But as so often seems to happen in tightly assembled group shows, my very favorite pieces were done by a young artist whose work I don’t know well. Kubra Ada’s trio of marbled paper images are beautifully balanced, nuanced, hypnotic, and near-organic: they seem to bloom and swirl before your eyes as you’re looking at them. Work as elegant as this does not, superficially, seem to be coming from the brush or the palette of a troublemaker, so I’m pleased to see that Bayard and company have recognized the turbulence beneath the placid surface. They’ll make a recalcitrant out of her yet. That’s the kind of thing that happens at a troublemaker’s clubhouse, on a dead-end street, in an ignored corner of McGinley Park: one populated by cardinals and ghosts, and the residue of angels, and willful creators following no other imperative but than their artistic impulses. The neighborhood, no doubt, is thrilled to have EONTA Space back. Hudson County should be, too.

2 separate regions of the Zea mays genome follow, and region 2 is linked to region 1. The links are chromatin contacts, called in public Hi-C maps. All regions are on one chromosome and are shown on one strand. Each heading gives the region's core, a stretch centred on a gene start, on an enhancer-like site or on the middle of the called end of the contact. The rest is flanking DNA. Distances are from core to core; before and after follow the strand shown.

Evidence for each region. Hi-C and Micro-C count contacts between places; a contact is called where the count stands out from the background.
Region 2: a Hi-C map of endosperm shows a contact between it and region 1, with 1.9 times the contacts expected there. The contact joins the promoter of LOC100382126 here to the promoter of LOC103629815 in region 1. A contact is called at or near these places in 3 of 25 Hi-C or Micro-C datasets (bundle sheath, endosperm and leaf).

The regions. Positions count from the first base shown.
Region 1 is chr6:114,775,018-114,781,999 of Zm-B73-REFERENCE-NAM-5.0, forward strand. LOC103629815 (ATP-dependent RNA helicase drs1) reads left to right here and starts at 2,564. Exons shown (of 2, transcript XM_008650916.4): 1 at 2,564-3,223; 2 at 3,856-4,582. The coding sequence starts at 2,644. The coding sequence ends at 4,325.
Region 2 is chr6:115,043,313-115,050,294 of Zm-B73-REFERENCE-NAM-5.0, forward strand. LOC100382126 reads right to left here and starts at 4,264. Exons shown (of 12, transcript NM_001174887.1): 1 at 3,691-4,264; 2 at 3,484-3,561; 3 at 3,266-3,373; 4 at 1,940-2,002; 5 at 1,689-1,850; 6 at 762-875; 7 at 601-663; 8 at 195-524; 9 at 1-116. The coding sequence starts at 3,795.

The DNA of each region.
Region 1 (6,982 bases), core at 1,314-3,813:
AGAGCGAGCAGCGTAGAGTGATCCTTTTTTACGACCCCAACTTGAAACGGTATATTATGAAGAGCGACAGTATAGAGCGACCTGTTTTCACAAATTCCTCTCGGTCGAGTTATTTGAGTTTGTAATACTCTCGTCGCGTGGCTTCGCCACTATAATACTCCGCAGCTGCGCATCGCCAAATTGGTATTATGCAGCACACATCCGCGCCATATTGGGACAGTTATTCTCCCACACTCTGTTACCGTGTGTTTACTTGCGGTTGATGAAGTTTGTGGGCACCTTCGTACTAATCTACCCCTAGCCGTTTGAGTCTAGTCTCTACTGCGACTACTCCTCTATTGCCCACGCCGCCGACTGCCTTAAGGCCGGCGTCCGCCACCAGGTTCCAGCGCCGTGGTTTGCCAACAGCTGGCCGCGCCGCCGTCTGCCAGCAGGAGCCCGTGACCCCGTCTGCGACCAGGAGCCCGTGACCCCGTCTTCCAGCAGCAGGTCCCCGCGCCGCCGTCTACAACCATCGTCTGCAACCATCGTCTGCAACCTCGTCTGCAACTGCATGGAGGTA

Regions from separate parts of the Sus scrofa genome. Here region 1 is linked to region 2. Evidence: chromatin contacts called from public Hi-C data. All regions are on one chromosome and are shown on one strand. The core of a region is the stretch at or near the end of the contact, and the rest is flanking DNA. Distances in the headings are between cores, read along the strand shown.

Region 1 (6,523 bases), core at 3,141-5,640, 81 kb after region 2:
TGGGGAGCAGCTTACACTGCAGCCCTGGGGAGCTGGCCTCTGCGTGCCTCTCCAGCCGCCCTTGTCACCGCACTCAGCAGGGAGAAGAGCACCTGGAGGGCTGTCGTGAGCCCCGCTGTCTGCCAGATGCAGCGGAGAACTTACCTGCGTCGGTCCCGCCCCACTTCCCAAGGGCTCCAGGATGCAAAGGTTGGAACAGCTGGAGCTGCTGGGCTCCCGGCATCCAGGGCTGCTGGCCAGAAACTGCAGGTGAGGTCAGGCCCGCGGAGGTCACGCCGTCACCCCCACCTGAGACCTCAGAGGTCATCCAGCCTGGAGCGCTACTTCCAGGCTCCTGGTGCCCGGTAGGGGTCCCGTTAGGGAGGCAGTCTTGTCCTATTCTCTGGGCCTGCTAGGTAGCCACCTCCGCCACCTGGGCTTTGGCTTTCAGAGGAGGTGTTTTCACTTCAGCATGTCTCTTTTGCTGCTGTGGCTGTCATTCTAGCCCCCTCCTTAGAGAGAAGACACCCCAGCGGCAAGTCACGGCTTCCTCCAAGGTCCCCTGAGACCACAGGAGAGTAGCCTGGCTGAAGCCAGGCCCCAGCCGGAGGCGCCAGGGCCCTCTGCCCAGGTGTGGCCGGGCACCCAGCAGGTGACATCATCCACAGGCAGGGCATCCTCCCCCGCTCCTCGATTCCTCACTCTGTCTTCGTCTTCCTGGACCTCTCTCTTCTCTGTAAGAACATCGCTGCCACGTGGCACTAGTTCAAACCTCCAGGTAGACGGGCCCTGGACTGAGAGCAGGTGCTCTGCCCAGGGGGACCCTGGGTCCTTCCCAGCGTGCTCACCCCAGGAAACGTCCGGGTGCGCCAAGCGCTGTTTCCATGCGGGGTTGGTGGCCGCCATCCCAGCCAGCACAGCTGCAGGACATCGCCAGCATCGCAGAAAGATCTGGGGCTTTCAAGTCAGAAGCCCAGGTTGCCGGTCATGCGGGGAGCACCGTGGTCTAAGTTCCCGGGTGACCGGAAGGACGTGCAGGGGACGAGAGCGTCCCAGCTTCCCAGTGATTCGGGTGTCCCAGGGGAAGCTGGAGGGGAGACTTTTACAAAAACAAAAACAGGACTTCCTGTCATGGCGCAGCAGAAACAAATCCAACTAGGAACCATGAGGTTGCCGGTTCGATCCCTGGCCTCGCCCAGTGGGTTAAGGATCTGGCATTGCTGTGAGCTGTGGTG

(“Troublemakers” opening weekend at EONTA Space, 34 Dekalb Ave.: Friday, 6 p.m. to 10 p.m., Saturday, 4 p.m. to 8 p.m., Sunday, 2 p.m. to 6 p.m.)

Tris McCall has written about art, architecture, performance, politics, and public culture for many publications, including the Newark Star-Ledger, the Bergen Record, Jersey Beat, the Jersey City Reporter,...